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How the Common Core has Helped Me (and My Students) Improve

The Common Core.

The beast that so many educational reformers have been battling for the past few years now.  And those advocates have their reasons, whether they be political or personal, but I have yet to encounter anyone (in my realm of reading articles, blogs, talking with teachers) who can legitimately tell me why the Common Core Standards are not effective academically.  I have heard some of these complaints about our CCSS:

“They will not stick around…they will be gone in 5 years.” (To this I ask, so what standards are you teaching if we have adopted the CCSS here in our state?)

“They are too writing intensive.”  (I can’t even go there…)

“They take all the creativity out of teaching and learning.” (I have managed to do a lot of creative things with the CCSS.)

“I can’t teach the way I want because the standards tell me how to teach.”  (No. They tell you what to teach, not how to teach.  And maybe your teaching needs some re-vamping anyway if you are that concerned about not being able to teach the way you “want” as opposed to making sure students learn.)

“It’s so complicated, I can’t figure out what they are trying to tell me to do.” (I can’t even go there, either…)

So, I will share with you a few ways the CCSS has helped me, and my students, improve over the past year.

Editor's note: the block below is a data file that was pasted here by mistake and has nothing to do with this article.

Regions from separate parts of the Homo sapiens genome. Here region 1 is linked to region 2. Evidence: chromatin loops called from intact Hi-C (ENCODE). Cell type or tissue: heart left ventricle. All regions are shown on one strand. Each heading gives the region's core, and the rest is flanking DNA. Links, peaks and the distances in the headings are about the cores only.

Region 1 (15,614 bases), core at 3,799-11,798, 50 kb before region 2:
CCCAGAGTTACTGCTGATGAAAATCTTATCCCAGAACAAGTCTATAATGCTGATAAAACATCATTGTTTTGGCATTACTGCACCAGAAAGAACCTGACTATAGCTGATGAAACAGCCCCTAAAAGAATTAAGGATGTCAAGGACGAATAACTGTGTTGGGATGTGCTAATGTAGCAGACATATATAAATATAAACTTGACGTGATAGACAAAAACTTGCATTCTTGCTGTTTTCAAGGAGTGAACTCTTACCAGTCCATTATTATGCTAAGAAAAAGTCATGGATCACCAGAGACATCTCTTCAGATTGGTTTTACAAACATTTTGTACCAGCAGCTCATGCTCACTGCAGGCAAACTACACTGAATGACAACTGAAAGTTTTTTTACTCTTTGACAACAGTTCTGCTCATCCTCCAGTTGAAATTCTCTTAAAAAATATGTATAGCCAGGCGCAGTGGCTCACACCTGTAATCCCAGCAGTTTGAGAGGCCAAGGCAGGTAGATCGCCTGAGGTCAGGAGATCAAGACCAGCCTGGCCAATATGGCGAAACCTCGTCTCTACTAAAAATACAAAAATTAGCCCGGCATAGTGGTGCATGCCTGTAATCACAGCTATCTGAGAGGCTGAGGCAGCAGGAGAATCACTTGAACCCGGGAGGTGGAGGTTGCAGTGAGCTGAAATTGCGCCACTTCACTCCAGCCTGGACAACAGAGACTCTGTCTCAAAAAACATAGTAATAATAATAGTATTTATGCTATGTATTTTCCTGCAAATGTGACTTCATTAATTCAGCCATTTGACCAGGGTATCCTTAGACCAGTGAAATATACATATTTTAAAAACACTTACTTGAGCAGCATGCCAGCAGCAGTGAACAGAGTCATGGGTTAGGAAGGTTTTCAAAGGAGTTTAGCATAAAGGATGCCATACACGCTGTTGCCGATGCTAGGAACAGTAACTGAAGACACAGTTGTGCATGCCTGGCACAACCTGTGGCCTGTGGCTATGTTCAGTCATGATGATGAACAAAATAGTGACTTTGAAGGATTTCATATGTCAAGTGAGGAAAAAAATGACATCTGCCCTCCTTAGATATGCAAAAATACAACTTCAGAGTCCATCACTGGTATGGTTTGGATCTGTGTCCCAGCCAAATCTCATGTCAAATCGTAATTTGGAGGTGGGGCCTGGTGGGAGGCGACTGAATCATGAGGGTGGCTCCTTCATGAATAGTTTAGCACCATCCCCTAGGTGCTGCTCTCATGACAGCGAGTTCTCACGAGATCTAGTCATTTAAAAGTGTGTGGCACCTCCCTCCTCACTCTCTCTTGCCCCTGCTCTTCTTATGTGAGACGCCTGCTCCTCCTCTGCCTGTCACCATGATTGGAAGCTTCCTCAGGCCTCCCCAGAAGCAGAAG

1.) My planning is more coherent.

When I am planning a lesson, I keep in mind the standard(s) I am striving to teach my students. It keeps my goals and objectives clear and my instruction streamlined. My students appreciate this.

2.) I am no less creative.

My students do a lot of creative projects…at home…and the tough stuff–the analyzing, evaluating, and assessing–is done in school where support is available.

3.) The kids “get it”.

The CCSS are for teachers AND students.  I show my students the standards and explain the end game of every lesson. There are no secrets and the kids know exactly what is expected of them. I also use rubrics based on the CCSS for clarity.

4.) Rigor is natural.

The standards themselves are quite rigorous, so if you follow them, rigor becomes a natural part of what you do in class every day.  No worries about providing “extra work” or even “busy work” because students are already busy enough…you know…with learning.

5.) There is a clear shift to academics being important.

Okay, maybe this is not a way it has directly helped me and my kids, but nonetheless, it is important to include.  I am the first to say that school should be fun/interesting/worthwhile in order to keep our clients (students) wanting more.  But recently we (Americans) have gotten carried away with school being more about social growth, and only social growth, in an effort to maintain that interest and fun.  (It’s sad but true, see The Dumbest Kids in the World.)  The job of an educational institution is to educate–socially, physically, emotionally and academically.  Academics must be a large part of that whole picture and the CCSS help make it so.

If you have found that the CCSS are not working for you academically, I would like to hear from you.  I can guarantee you that you’re probably making it harder than it has to be.  And if your reasons are political…well…more power to you.

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